How can exploring the angle of reflection help a third grader design a lighting system for a model of an Egyptian tomb? Does soil structure play a part in deciding where to build a bridge? What role will transportation engineering play in our quest for a sustainable planet?
These are all questions that are explored by Community School science students as they engage in a curriculum designed to illustrate how engineers use a well-defined process to solve technological problems around the world.
Most of the engineering units used at Community are part of a STEM (Science, Technology, Engineering and Math) curriculum called Engineering is Elementary, designed by educators at the National Center for Technological Literacy at the Boston Museum of Science.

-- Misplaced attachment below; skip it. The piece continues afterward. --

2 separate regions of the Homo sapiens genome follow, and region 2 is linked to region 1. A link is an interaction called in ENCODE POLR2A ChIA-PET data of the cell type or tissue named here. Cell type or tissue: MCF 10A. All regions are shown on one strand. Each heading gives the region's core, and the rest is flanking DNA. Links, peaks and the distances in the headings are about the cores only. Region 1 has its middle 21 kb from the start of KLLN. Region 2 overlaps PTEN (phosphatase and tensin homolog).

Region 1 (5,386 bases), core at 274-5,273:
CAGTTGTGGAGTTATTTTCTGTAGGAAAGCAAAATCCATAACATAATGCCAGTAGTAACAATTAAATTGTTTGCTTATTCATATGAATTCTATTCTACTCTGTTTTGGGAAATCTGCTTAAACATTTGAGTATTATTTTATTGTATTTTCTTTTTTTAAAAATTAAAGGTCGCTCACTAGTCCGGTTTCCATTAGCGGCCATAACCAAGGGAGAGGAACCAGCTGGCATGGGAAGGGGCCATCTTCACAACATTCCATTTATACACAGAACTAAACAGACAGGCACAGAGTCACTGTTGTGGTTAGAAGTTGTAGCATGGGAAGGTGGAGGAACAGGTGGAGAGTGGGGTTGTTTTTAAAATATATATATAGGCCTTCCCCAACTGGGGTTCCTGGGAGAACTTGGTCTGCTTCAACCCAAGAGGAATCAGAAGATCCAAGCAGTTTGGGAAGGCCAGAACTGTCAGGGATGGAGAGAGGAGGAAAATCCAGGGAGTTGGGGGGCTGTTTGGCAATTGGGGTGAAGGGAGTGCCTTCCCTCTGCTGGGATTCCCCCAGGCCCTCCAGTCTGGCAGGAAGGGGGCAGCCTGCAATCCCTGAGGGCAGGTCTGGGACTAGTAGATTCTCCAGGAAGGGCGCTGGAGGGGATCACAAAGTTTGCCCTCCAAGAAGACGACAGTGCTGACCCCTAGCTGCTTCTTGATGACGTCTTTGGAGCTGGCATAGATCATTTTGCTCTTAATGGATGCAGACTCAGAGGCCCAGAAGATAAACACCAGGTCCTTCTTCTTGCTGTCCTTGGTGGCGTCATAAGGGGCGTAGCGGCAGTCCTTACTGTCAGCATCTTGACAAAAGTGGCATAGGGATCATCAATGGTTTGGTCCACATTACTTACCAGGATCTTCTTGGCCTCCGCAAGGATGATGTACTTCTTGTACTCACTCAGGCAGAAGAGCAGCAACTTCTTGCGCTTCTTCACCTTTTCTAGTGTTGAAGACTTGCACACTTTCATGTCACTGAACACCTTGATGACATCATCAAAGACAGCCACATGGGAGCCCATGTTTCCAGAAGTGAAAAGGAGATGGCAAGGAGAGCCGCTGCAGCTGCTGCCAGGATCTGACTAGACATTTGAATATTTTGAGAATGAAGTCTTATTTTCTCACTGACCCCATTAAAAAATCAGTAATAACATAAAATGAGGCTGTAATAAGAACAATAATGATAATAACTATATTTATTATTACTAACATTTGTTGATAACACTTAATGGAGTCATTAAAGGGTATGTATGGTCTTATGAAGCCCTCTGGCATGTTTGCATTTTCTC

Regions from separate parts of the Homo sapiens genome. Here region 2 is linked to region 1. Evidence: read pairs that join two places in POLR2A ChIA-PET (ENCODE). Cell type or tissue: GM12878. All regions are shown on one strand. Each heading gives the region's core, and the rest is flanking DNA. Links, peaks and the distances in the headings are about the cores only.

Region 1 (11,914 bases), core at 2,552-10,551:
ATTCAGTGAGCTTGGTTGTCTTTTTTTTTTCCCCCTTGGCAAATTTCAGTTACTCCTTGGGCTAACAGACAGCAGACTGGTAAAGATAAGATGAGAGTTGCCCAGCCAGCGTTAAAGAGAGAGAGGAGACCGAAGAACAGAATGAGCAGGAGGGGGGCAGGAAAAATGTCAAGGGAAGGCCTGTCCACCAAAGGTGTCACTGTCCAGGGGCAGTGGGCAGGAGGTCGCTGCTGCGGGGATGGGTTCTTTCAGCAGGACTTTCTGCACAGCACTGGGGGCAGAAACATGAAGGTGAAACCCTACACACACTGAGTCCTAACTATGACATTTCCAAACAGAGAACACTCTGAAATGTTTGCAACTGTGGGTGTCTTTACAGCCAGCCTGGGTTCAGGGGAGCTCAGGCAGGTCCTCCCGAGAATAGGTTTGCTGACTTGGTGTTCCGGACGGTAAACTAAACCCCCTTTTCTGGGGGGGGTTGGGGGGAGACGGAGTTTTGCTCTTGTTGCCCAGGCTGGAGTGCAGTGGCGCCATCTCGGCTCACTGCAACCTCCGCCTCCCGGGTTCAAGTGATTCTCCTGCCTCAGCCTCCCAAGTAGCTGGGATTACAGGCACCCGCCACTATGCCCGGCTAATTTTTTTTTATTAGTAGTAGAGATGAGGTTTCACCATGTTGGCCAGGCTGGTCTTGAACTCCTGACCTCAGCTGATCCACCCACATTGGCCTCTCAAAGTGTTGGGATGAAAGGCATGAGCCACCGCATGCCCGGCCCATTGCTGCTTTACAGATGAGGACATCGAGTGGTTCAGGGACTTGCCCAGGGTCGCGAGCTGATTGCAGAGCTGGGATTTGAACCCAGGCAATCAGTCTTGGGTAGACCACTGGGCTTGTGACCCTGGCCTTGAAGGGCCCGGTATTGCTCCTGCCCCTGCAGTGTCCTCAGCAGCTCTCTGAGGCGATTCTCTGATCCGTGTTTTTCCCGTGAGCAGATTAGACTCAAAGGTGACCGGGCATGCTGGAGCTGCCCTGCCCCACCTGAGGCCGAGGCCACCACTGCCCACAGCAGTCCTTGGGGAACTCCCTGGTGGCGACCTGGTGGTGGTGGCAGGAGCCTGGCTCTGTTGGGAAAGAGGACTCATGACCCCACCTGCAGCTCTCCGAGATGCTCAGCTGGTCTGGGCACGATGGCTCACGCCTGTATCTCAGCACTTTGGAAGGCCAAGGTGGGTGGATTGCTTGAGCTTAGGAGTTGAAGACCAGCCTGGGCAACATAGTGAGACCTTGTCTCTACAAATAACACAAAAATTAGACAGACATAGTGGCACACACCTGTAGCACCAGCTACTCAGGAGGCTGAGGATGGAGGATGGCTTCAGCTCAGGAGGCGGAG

During each unit, the engineering design steps are discussed and followed. Children learn that engineers begin by asking questions and imagining ideas. They then set about planning, creating, and testing a specific technology. The last step in the process is to analyze the effectiveness of the design and make the necessary improvements.
In a unit on optical engineering, third grade students perform a series of experiments with light to design a method of lighting the hieroglyphs in a closed Egyptian tomb.
Fourth Graders learned about the energy problems faced by villagers in Botswana before planning, constructing, and testing their own version of a solar oven, solving the problem of a lack of available firewood.
Sixth grade students are challenged to design and build a rocket-powered vehicle. Using this vehicle, each student performs an experiment to test the effect of a particular variable on its motion.
In addition to encouraging perseverance, patience, and cooperative skills, the engineering curriculum is popular with the children in part because it allows them to make choices and lets them know that making mistakes is an important part of the learning process.